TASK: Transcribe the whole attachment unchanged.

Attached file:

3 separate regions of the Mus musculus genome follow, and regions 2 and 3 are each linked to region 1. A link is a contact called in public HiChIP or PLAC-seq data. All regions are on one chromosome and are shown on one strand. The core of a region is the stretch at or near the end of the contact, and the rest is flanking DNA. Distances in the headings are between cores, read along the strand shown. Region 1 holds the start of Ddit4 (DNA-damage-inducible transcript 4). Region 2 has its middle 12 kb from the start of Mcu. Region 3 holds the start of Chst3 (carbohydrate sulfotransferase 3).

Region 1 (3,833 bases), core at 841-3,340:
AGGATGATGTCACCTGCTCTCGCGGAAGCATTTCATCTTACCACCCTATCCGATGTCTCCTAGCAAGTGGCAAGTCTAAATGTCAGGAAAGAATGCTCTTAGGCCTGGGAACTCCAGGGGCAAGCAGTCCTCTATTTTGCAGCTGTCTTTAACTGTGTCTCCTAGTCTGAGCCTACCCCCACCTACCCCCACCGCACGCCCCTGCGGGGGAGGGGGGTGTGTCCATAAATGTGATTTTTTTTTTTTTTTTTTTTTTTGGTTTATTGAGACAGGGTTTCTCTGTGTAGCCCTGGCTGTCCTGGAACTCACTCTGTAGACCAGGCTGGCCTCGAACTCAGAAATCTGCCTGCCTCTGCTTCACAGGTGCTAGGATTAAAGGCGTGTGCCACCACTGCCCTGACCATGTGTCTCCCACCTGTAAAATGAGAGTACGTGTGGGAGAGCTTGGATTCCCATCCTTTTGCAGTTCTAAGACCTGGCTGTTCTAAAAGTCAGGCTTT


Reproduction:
3 separate regions of the Mus musculus genome follow, and regions 2 and 3 are each linked to region 1. A link is a contact called in public HiChIP or PLAC-seq data. All regions are on one chromosome and are shown on one strand. The core of a region is the stretch at or near the end of the contact, and the rest is flanking DNA. Distances in the headings are between cores, read along the strand shown. Region 1 holds the start of Ddit4 (DNA-damage-inducible transcript 4). Region 2 has its middle 12 kb from the start of Mcu. Region 3 holds the start of Chst3 (carbohydrate sulfotransferase 3).

Region 1 (3,833 bases), core at 841-3,340:
AGGATGATGTCACCTGCTCTCGCGGAAGCATTTCATCTTACCACCCTATCCGATGTCTCCTAGCAAGTGGCAAGTCTAAATGTCAGGAAAGAATGCTCTTAGGCCTGGGAACTCCAGGGGCAAGCAGTCCTCTATTTTGCAGCTGTCTTTAACTGTGTCTCCTAGTCTGAGCCTACCCCCACCTACCCCCACCGCACGCCCCTGCGGGGGAGGGGGGTGTGTCCATAAATGTGATTTTTTTTTTTTTTTTTTTTTTTGGTTTATTGAGACAGGGTTTCTCTGTGTAGCCCTGGCTGTCCTGGAACTCACTCTGTAGACCAGGCTGGCCTCGAACTCAGAAATCTGCCTGCCTCTGCTTCACAGGTGCTAGGATTAAAGGCGTGTGCCACCACTGCCCTGACCATGTGTCTCCCACCTGTAAAATGAGAGTACGTGTGGGAGAGCTTGGATTCCCATCCTTTTGCAGTTCTAAGACCTGGCTGTTCTAAAAGTCAGGCTTT